A glass or two of wine per day may increase the amount of heart healthy omega-3 fatty acids in a person's blood, suggests a new study from Catholic University in Campobasso, Italy.
In this new study, 1,604 adults between the ages of 26 and 65 from Italy, Belgium and England were asked about their drinking and eating habits. Blood levels of omega-3 fatty acids were measured and linked to differences in alcohol consumption.
Overall, people who drank wine in moderation (one 5-ounce glass per day for women, two for men) had higher blood levels of omega-3 fatty acids - even when intake of omega-3 rich fish was taken into account.
These higher blood levels of omega-3 were not seen in those who favoured beer or spirits suggesting that wine, in particular, may affect the body's metabolism of omega-3 fatty acids.
Omega-3 fatty acids - from oily fish like salmon, tuna and mackerel - protect the heart by lowering triglycerides (blood fat) and reducing inflammation, among other benefits.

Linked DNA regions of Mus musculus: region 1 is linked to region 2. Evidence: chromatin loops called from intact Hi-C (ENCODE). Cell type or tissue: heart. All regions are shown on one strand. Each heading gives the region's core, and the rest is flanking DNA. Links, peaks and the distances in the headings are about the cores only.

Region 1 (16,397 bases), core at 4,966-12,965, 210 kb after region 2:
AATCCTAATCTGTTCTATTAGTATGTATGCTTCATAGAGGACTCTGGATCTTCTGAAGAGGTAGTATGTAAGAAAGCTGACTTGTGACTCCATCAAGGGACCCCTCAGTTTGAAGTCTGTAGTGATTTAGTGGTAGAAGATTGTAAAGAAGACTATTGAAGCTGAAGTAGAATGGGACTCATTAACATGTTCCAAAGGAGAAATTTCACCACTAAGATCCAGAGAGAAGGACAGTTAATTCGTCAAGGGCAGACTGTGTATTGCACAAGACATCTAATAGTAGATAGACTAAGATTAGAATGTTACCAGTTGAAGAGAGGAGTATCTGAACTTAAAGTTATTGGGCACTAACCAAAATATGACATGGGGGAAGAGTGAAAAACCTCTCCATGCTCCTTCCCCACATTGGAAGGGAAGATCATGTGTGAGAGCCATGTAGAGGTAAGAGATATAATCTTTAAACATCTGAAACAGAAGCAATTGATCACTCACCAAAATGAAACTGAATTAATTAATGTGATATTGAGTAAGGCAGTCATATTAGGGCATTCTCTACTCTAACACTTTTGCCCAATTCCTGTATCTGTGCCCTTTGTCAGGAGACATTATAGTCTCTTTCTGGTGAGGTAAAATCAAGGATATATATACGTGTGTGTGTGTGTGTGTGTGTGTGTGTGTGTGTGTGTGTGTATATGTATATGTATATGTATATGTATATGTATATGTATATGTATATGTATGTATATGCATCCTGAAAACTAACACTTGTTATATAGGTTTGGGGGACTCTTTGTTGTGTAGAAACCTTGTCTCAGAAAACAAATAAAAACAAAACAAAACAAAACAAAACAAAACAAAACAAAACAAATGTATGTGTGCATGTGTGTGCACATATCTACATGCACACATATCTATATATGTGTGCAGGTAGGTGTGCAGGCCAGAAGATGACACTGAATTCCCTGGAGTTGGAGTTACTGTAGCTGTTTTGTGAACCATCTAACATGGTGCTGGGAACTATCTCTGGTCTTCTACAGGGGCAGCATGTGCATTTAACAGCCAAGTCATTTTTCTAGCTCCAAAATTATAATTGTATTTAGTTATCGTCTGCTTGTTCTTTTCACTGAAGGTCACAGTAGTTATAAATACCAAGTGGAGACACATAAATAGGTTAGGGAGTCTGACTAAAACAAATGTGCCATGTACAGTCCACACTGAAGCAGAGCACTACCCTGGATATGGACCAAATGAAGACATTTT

These new findings may explain why wine drinking in moderation has been linked to a lower risk of heart disease.
Wine also contains antioxidant compounds called polyphenols that may play a role in keeping the heart and blood vessels healthy, say nutrition researchers.
Looking for ways to improve your heart health through the foods you eat? Check out how you can work one-on-one with Leslie Beck, RD, author of Heart Healthy Foods for Life.
This study will be published in the January 2009 issue of the American Journal of Clinical Nutrition.
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